This is also why I feel incensed whenever anyone tries to say that children and women are illogical, hysterical, or not-believe-able. It’s an extension of the Patriarchy; it’s the same damn grooming and abuse that I used to experience at the hands of my Father the Preacher. F*ck that noise. It turns out we are reliable, logical, and as calm as anyone because the abuse we have endured is that bad.

Patriarchy says that nothing could ever justify the strange behavior exhibited by women. My abusive childhood tells me unequivocally that, yes, our behavior is warranted; yes, our reactions are justified; yes, our minds are capable; but Misogyny has no tools to deal with any of our terrible experiences being true. The emotional capacity to recognize any level of pain or harm is trained out of male-presenting people ASAP (as soon as possible). And AMAP (as much as possible). So I find myself encountering less-developed pocket-sized versions of my Pastor Dad’s Patriarchy all around me as an adult.

No wonder I was falling apart. My body and mind were crying for freedom. I am so glad I got professional help and I’m equally glad I’m uncovering new (old) memories. I don’t know what to do exactly about all the anger I feel at manifestations of the Patriarchy in my birth-family, the court system, racism, etc. I don’t quite know what to do about my sleep.

I do know that pursuing the truth is still what I want. It is really sh*tty but it’s worse to keep it hidden. I want to bring to light all the secret deeds of darkness.

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9 thoughts on “Quiet

  1. Hiya Chloe,
    I’m in quiet awe of the strength of mind and courage you show in posting this on your blog. I’m so glad that you got a small haven of safety as a child and that you are able to look back on at least that small part of your upbringing with pleasure.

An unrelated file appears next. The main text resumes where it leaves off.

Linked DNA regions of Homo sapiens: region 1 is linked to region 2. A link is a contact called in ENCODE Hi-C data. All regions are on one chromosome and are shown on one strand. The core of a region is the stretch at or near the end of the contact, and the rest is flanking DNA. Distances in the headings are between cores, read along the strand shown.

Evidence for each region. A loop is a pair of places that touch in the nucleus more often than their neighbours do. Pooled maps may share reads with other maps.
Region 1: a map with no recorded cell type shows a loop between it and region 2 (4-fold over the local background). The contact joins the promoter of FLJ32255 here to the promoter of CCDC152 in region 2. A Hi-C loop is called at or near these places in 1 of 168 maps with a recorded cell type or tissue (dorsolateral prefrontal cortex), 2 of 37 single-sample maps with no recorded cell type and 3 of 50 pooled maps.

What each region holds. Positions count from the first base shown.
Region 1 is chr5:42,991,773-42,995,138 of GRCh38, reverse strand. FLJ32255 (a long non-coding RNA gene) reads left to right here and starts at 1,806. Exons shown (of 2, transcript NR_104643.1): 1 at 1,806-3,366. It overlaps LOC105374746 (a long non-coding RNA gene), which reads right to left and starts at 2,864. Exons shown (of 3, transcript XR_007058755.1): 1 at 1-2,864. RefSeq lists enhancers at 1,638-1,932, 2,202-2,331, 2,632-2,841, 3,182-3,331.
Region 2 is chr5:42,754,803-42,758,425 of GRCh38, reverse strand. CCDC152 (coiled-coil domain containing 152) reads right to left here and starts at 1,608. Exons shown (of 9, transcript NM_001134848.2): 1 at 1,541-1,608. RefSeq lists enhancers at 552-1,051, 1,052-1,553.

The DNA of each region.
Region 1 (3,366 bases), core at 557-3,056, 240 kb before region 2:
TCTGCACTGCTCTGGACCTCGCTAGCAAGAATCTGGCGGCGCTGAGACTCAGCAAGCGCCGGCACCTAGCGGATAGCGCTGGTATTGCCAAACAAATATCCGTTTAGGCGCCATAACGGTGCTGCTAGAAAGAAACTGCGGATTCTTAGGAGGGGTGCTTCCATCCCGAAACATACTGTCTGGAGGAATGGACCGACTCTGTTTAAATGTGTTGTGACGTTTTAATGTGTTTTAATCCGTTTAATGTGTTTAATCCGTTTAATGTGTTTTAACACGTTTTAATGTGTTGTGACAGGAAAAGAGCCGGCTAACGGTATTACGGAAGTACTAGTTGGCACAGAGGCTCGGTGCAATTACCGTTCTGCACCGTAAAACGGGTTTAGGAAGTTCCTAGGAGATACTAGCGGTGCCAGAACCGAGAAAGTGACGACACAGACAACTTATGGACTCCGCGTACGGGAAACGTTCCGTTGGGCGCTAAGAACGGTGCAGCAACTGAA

I’m not sure how much these words mean to you, but you have my admiration and good wishes going forward, This is no way excuses the things that happened to you or the people that did those things.
    Kindness – Robert. 🙂

    Liked by 1 person

  2. Has it occurred to you that “recovering” a buried memory might just be the catalyst for future anguish? It has often been suggested that I have recovery therapy. I…don’t…want…to…know. I can hardly manage the memories I have.
    I hope pursuing the truth, for you, truly works toward some semblance of healing …if not total healing.
    Sending hugs.

    Liked by 1 person

    1. Thank you. And I sincerely hope so as well. My life was becoming structured around avoiding triggers and I felt my life slipping away from me. This is definitely the road for me right now. It is really painful and it is very difficult. But it also feels like I’m unmasking the monsters and finally treating wounds that were long untended.
      You should have the freedom to choose for yourself what you do or don’t do. And I support your choice. I think one of the biggest things I’m learning is to respect my own choices and form my own identity. I believe it looks different for everybody and that’s okay.
      Hugs are great. Hugs and validation to you! ❤

      Liked by 1 person

      1. Laurelwolfelives, I get that. I am struggling more with the difficulty of progress right now. I totally support you listening to your own self. Nobody can know you quite like you know you. 🙂 ❤

        Liked by 2 people